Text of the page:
- The Washington Times - Tuesday, January 4, 2011

Dear Sgt Shaft,

My father is a 93-year-old World War II veteran. He entered Harmony Hall in Columbia, Md., an assisted-living facility, in September 2008. He was eligible for Department of Veterans Affairs Non-Service Connected Monthly Pension benefits to help pay the cost of his assisted living expenses. He is on a fixed income, which includes Social Security ($1,339 monthly), a monthly pension of $73.53 and the VA pension. He was receiving a monthly VA pension of $1,644.

In August, we received notification from the VA that his benefits were being reduced to $484 a month and that we owed the VA a back debt of $20,660. We found out that the VA pension had been reduced due to a problem with a Medical Expense Report from January 2010.

We immediately resubmitted a revised Medical Expense Report (Aug. 25, 2010) indicating that my father still resides in an assisted-living facility and that he is dependent on the VA pension to stay at this facility. Harmony Hall also submitted a letter to the VA detailing my father’s monthly expenses and the need for the VA pension to help defray costs. We also sent a letter to the VA requesting a waiver and forgiveness of the VA debt of $20,660.

We are working with Congressman Elijah E. Cummings’ congressional office and the Maryland Department of Veterans Affairs to try to find out what is happening with our appeal. Unfortunately, they have been unable to find out the status of our appeal.

This is a time-sensitive matter. We have enough money to last until the end of this December. Without the immediate restoration of the VA benefits, my father will be destitute and he will have to leave his assisted-living home.

I’m looking forward to hearing back from you.

Rita B.,
Via the Internet

Dear Rita,

By now, you should have been notified by the VA that they had been attempting to fix your dad’s award for the past few weeks, and it looks like it should be settled. The Debt Management Center is calculating the retroactive amount and liquidating the debt.

Shaft notes

Holiday gifts and decorations are not just candy canes and ornaments, they can be houses, too. On Dec. 18th, from 7:30 to 9 p.m., Rolling Thunder NY2 and the Stephen Siller Children’s Foundation hosted a Christmas Concert in one of New York’s most historical and spiritual locations, the Old St. Patrick’s Cathedral, located at 262 Mulberry St. in Little Italy. The concert featured musical artists from C*A*M*M*O, a nonprofit veteran organization, to spread Christmas cheer and raise funds to build a home for a soldier.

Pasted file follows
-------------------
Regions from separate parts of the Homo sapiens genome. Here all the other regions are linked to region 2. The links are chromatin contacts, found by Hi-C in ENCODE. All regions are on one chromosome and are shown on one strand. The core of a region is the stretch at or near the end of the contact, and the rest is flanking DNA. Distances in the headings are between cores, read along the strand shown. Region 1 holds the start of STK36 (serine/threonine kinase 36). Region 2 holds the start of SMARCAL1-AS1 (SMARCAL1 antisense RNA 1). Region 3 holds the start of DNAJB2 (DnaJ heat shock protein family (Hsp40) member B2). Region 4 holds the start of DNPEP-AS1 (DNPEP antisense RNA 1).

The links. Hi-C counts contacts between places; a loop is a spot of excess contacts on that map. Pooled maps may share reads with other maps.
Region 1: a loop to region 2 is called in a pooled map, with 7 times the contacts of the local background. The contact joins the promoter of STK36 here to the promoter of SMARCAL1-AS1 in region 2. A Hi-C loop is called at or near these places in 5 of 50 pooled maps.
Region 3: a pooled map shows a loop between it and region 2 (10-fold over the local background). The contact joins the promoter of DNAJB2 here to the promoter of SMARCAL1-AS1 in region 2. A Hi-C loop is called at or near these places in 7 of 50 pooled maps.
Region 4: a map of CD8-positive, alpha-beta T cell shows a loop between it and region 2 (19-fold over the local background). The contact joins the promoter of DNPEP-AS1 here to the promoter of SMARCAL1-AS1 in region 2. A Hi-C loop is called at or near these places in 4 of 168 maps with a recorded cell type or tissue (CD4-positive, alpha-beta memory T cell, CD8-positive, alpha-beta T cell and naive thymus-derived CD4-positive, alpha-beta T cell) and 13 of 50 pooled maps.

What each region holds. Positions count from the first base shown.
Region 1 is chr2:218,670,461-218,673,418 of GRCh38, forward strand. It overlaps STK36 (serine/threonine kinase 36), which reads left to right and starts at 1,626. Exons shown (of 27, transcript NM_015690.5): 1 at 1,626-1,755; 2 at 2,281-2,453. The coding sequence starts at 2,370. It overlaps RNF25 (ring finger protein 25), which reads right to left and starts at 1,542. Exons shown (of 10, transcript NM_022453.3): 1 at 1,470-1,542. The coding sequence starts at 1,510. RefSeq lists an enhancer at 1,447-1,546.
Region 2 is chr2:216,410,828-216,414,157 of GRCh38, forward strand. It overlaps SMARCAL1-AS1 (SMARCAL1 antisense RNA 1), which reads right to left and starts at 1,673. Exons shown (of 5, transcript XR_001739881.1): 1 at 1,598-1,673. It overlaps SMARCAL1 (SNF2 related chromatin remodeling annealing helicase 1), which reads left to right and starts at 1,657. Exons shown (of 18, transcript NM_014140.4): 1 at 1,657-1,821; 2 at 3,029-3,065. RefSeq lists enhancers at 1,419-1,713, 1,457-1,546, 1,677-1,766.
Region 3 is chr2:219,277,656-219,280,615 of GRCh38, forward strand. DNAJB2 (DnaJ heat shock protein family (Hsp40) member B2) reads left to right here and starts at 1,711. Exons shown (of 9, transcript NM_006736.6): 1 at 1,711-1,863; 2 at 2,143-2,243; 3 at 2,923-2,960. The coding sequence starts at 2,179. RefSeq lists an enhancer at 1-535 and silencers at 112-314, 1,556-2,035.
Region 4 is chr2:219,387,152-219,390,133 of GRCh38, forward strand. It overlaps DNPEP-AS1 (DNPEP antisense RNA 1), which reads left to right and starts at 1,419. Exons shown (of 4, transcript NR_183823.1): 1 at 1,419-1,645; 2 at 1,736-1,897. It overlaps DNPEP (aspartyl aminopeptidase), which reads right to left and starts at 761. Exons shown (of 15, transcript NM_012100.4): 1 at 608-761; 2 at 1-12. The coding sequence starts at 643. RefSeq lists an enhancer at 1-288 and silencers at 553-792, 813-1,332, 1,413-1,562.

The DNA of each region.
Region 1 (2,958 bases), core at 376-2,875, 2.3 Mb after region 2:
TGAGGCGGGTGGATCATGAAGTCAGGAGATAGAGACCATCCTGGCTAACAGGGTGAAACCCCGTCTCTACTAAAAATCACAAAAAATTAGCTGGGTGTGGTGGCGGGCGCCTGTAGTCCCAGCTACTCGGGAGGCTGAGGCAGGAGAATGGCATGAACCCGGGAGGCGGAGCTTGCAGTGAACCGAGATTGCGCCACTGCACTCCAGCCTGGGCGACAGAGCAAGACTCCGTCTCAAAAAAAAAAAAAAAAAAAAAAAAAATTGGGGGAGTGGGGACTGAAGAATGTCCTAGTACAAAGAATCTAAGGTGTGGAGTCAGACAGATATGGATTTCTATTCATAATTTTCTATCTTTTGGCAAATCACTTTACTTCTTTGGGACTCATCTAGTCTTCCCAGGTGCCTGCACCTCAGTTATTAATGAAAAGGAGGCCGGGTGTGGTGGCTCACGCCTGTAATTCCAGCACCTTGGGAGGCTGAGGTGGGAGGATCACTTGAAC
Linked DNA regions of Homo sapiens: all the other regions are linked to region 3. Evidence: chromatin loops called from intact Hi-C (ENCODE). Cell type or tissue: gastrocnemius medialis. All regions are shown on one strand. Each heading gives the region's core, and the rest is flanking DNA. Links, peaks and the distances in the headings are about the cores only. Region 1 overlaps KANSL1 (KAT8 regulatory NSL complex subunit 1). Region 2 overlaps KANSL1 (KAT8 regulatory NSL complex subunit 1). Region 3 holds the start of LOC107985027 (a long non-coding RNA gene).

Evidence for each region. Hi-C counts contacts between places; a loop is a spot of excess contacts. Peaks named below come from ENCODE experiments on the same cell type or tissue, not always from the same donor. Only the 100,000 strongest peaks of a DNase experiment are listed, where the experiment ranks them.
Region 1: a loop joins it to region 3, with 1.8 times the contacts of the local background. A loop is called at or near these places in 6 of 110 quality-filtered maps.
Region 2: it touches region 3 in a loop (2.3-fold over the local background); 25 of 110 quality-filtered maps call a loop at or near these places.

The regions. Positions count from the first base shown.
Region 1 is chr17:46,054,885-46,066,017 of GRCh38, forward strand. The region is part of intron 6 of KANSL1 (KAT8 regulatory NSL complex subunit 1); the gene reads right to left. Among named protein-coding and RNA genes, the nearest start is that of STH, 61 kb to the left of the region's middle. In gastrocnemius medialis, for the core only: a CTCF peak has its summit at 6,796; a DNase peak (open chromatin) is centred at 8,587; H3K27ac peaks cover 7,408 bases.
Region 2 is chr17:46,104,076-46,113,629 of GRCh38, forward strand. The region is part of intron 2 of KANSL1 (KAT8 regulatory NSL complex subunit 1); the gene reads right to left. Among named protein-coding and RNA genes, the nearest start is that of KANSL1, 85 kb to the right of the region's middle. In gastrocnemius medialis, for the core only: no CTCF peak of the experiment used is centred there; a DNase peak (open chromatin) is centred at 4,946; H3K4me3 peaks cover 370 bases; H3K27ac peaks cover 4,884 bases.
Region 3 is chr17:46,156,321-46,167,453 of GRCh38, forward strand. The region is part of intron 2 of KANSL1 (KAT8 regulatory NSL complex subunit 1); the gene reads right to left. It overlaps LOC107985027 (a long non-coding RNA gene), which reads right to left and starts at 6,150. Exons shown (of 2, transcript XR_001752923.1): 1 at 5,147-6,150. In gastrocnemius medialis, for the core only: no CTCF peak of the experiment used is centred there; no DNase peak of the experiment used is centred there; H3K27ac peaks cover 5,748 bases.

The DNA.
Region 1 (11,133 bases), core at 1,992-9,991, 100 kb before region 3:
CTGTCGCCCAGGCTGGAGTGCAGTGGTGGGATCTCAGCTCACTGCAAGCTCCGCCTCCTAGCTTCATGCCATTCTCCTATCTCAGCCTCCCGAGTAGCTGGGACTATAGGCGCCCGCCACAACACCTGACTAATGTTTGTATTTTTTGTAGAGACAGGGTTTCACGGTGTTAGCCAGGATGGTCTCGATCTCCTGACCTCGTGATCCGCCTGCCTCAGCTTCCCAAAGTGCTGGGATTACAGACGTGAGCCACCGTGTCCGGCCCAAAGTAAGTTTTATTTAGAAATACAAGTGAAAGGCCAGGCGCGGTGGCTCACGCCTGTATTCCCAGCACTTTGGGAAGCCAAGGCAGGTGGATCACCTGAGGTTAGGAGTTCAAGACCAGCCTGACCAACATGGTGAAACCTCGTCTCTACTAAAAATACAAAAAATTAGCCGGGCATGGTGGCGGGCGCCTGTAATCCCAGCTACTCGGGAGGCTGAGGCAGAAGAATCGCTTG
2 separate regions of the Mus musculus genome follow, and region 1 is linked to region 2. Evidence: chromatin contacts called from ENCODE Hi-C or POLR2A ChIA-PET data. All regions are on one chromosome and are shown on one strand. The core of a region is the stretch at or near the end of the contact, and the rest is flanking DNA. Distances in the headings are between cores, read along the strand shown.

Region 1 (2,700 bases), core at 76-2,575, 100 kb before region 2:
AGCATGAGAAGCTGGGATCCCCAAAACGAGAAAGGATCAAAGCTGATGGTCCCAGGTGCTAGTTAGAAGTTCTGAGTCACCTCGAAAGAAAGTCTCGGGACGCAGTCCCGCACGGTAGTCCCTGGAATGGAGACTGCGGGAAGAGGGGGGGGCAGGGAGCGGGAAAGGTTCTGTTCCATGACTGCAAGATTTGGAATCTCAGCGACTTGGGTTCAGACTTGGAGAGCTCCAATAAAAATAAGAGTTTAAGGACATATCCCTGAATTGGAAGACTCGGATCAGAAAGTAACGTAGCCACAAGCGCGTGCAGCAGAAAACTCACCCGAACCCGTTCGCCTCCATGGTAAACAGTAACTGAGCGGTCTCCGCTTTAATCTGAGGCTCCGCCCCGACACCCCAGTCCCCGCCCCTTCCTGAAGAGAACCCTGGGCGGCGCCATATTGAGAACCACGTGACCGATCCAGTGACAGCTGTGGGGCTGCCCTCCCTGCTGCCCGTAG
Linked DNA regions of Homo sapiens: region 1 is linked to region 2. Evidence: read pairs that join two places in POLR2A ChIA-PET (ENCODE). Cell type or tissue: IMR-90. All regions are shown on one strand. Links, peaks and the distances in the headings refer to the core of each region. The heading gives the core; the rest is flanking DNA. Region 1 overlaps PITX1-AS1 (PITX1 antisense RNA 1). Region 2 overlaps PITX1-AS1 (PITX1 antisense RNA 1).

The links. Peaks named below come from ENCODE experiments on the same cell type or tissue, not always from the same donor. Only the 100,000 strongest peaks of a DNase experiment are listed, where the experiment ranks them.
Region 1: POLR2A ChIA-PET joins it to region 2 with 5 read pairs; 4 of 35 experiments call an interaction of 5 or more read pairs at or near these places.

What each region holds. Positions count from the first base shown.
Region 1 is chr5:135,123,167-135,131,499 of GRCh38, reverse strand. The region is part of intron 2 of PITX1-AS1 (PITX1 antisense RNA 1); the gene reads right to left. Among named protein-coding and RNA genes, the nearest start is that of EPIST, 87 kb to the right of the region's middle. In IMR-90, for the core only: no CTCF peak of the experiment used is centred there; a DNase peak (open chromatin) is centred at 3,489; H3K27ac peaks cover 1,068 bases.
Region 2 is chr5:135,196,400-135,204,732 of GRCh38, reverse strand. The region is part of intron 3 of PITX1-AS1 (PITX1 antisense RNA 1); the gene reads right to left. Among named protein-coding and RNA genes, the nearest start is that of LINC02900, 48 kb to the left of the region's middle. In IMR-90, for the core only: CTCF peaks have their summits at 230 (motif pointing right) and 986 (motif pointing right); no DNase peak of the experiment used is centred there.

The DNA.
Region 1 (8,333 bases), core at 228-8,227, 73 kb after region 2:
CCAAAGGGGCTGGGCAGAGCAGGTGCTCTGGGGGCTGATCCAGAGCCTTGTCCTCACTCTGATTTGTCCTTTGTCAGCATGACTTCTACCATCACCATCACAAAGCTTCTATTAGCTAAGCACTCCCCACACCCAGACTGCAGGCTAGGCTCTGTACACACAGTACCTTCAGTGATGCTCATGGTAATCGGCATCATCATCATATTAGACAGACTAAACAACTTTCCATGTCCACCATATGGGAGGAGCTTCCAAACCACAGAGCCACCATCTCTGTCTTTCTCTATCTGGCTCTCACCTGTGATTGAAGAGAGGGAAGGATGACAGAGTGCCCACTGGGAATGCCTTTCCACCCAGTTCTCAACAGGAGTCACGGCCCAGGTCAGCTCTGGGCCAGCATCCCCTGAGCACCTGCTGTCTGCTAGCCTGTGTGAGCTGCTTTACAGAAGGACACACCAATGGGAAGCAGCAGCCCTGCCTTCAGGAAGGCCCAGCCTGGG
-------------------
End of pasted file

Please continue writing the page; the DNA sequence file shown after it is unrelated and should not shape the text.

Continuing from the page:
This purpose of the event was to raise awareness and support for the construction of an accessible new home for this hero. Spc. Brendan Marrocco suffered severe injuries from a roadside bomb in 2009 while serving in Iraq, leaving him the first soldier to survive after losing all four limbs. Work has begun on building the home and it is their goal that it be ready by Easter of 2011 (the anniversary of his injury), when he returns home after going through hospitalization and rehabilitation at Walter Reed Army Medical Center, in Washington, D.C. All proceeds went toward the construction of this home, where dozens of professionals and contractors are ready to donate their time to make this dream come true for him.

The music was provided by a veteran military organization, C*A*M*M*O, Center for American Military Music Opportunities, that was created by veterans for veterans to help them heal and connect with the world through their music. Based in Virginia, this group helps veterans and active members see their music as therapy and future careers.

“To be able to host this event at the cathedral was such an honor, especially since it was recently named a basilica by the Pope Benedict XVI,” says John Ponte, event coordinator for the event. “The entire night was inspirational.”

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